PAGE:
Skip to main content

Horse Chestnut

Medically reviewed by Last updated on Jul 21, 2021.

What are other common names?

  • A. californica
  • A. glabra
  • A. turbinata
  • Aesculus hippocastanum
  • Aescin
  • Aescine
  • Aesculaforce
  • Buckeye
  • California Buckeye
  • Castanea Equine
  • Chestnut
  • Escine
  • Essaven
  • Japanese Horse Chestnut
  • Ohio Buckeye
  • Semen Hippocastani
  • Spanish Chestnut
  • Venastat
  • Venostasin Retard
  • Venostat
  • White Chestnut

What is this product used for?

Horse chestnut has been used to help some people with leg pain and swelling caused by problems with the veins in the legs. Others use it to help with hemorrhoids. Some people believe it helps with bruising. It may also help some men with low sperm count.

What are the precautions when taking this product?

  • Always check with your doctor before you use a natural product. Some products may not mix well with drugs or other natural products.

  • If you eat raw parts of the plant, especially the nut, horse chestnut can cause death.

  • This product may interfere with some lab tests. Be sure to talk with your doctor about this and all drugs you are taking.

  • Be sure to tell your doctor that you take this product if you are scheduled for surgery or tests.

  • Be sure to tell your doctor if you are pregnant, plan on getting pregnant, or are breastfeeding. You will need to talk about the benefits and risks of using this natural product.

  • Do not take with other drugs that have side effects on your kidneys.

  • Take extra care if you are taking drugs to thin your blood. These are drugs like warfarin, heparin, or enoxaparin.

  • Take extra care if you are taking drugs to dissolve blood clots. These are drugs like alteplase, reteplase, or streptokinase.

  • Take extra care if you are taking drugs to help with swelling or inflammation. These are drugs like nonsteroidal anti-inflammatory drugs (NSAIDs), aspirin, ibuprofen, or naproxen.

  • Take extra care and check with your doctor if you have:

    • Kidney problems

    • Liver problems

    • Active bleeding or bleeding problems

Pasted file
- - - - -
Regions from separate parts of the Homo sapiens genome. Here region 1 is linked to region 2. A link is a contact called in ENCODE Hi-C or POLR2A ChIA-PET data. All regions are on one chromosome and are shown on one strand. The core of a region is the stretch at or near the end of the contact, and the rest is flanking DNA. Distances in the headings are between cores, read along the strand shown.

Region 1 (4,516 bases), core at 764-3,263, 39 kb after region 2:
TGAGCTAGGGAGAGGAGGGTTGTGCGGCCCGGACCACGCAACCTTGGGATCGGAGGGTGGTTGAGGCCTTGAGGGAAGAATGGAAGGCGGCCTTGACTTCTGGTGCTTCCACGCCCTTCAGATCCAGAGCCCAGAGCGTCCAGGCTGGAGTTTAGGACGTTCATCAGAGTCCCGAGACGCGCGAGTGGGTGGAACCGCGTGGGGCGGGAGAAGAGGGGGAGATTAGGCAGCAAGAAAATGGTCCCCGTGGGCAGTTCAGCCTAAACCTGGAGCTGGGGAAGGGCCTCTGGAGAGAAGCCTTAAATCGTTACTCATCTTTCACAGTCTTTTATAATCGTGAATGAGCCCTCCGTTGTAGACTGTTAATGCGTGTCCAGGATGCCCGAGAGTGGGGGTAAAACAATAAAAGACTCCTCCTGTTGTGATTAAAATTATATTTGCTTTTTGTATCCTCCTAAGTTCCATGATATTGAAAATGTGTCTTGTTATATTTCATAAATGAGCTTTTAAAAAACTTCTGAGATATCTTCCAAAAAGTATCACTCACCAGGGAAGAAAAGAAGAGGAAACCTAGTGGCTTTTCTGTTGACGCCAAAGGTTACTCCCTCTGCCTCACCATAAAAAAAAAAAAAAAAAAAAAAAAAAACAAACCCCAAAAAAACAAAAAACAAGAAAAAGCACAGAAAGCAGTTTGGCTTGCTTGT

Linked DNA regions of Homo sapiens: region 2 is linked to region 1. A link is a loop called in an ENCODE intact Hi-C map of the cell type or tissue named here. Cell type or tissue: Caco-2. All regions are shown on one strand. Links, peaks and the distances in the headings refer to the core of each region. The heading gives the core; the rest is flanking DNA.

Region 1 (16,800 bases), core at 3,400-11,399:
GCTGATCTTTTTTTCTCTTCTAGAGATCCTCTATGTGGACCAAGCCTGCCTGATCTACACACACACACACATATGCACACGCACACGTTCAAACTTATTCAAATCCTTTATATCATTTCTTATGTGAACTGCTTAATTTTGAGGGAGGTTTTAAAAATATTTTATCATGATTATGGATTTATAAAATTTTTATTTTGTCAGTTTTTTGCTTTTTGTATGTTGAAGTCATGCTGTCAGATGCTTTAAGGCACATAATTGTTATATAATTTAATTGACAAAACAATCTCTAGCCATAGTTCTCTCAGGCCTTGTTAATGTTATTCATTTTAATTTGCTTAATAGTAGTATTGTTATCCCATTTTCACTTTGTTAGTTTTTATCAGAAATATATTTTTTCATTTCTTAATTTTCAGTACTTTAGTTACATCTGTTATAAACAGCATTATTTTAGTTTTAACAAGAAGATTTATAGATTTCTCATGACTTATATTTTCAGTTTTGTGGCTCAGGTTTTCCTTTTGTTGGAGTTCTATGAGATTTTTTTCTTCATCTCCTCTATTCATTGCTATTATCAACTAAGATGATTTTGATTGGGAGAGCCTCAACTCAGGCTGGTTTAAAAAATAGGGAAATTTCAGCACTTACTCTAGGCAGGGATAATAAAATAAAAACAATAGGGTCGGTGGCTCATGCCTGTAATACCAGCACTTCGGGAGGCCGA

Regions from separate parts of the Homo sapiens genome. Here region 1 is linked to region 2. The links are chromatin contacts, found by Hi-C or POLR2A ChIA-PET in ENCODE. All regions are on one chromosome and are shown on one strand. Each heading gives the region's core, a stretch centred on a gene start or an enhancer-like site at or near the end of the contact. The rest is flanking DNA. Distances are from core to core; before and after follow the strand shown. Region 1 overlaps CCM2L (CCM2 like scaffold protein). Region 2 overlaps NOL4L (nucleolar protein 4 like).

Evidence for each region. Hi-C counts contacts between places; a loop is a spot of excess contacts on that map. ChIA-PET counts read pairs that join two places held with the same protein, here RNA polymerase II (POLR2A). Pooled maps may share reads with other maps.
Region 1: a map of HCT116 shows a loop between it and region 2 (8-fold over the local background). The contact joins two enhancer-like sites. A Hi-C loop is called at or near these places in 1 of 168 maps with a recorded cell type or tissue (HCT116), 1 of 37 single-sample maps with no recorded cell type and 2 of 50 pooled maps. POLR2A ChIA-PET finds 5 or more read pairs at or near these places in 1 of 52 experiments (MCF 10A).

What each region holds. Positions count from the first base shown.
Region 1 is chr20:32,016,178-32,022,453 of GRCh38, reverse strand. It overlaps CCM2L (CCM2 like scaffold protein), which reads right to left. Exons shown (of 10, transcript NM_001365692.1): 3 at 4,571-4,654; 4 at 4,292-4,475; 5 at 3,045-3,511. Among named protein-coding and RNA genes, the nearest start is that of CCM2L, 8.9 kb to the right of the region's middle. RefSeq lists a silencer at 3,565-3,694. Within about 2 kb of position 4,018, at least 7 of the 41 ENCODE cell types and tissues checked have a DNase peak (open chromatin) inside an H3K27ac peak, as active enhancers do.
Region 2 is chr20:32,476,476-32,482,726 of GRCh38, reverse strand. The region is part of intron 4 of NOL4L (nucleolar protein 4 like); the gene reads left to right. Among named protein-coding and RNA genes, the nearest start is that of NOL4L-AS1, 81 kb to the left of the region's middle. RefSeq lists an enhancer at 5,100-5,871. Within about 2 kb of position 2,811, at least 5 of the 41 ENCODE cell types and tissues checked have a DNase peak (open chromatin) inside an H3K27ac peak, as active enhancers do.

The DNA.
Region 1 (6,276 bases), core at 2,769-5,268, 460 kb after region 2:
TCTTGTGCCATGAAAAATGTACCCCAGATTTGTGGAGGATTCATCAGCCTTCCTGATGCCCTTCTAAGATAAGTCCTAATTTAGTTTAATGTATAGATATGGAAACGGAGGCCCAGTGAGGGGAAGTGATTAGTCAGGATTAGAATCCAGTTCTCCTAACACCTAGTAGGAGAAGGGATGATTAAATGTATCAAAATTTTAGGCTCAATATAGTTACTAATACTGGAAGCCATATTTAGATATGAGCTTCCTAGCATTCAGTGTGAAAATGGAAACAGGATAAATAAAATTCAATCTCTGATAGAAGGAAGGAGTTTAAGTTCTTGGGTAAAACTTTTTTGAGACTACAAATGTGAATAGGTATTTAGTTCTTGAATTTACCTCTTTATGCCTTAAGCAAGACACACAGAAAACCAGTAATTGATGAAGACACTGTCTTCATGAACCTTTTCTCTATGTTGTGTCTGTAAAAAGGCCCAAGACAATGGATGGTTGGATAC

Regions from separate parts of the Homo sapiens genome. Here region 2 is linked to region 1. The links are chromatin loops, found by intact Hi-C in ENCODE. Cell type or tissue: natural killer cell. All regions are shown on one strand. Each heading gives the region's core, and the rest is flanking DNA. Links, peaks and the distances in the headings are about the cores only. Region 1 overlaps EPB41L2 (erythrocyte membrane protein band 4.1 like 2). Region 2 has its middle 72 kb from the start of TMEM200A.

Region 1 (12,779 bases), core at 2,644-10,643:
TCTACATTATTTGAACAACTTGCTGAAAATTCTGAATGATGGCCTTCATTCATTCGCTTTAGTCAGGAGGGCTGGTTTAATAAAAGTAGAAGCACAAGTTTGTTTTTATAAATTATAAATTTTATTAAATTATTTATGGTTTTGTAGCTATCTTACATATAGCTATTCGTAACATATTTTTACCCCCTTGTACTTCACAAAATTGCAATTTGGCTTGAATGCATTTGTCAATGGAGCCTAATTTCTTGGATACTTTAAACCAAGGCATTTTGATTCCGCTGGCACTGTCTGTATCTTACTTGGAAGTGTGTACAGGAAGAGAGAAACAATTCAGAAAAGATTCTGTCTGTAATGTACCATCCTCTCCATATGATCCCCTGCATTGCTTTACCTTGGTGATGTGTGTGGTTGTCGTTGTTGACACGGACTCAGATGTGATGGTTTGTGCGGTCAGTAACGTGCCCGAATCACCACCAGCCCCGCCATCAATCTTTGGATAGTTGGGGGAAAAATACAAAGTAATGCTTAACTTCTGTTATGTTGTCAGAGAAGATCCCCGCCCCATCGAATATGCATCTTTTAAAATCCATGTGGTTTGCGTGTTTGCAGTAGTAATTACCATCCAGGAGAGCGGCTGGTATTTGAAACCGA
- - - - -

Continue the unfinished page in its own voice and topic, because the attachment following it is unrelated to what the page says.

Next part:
• Diabetes

  • Keep hard candies, glucose tablets, liquid glucose, or juice on hand for low blood sugar, especially if you have blood sugar problems.

What should I watch for?

  • Upset stomach

  • Headache

When do I need to call the doctor?

  • Signs of a very bad reaction. These include wheezing; tightness in the chest; fever; itching; bad cough; blue skin color; seizures; swelling of face, lips, tongue, or throat. Go to the ER right away.

  • Signs of low blood sugar. These include hunger, dizziness, shaking, a fast heartbeat, confusion, or sweating.

  • Signs of a heart problem. These include anxiety; dizziness; weakness; chest pain that goes to your neck, shoulders, or back; problems breathing.

  • Very bad throwing up

  • Very bad belly pain

  • Very bad loose stools

  • Very bad muscle twitching or spasms

  • Loss of coordination or ability to move

  • Very low mood

  • Blood in stools or dark, tarry-colored stools

  • Throwing up blood

  • Bruising or bleeding that is not normal

  • Changes in menstrual periods, like lots of bleeding, spotting, or bleeding between cycles

Where can I learn more?

National Center for Complementary and Integrative Health

Last Reviewed Date


Consumer information use

This generalized information is a limited summary of diagnosis, treatment, and/or medication information. It is not meant to be comprehensive and should be used as a tool to help the user understand and/or assess potential diagnostic and treatment options. It does NOT include all information about conditions, treatments, medications, side effects, or risks that may apply to a specific patient. It is not intended to be medical advice or a substitute for the medical advice, diagnosis, or treatment of a health care provider based on the health care provider's examination and assessment of a patient’s specific and unique circumstances. Patients must speak with a health care provider for complete information about their health, medical questions, and treatment options, including any risks or benefits regarding use of medications. This information does not endorse any treatments or medications as safe, effective, or approved for treating a specific patient. UpToDate, Inc. and its affiliates disclaim any warranty or liability relating to this information or the use thereof. The use of this information is governed by the Terms of Use, available at


Copyright © 2022 UpToDate, Inc. and its affiliates and/or licensors. All rights reserved.

Further information

Always consult your healthcare provider to ensure the information displayed on this page applies to your personal circumstances.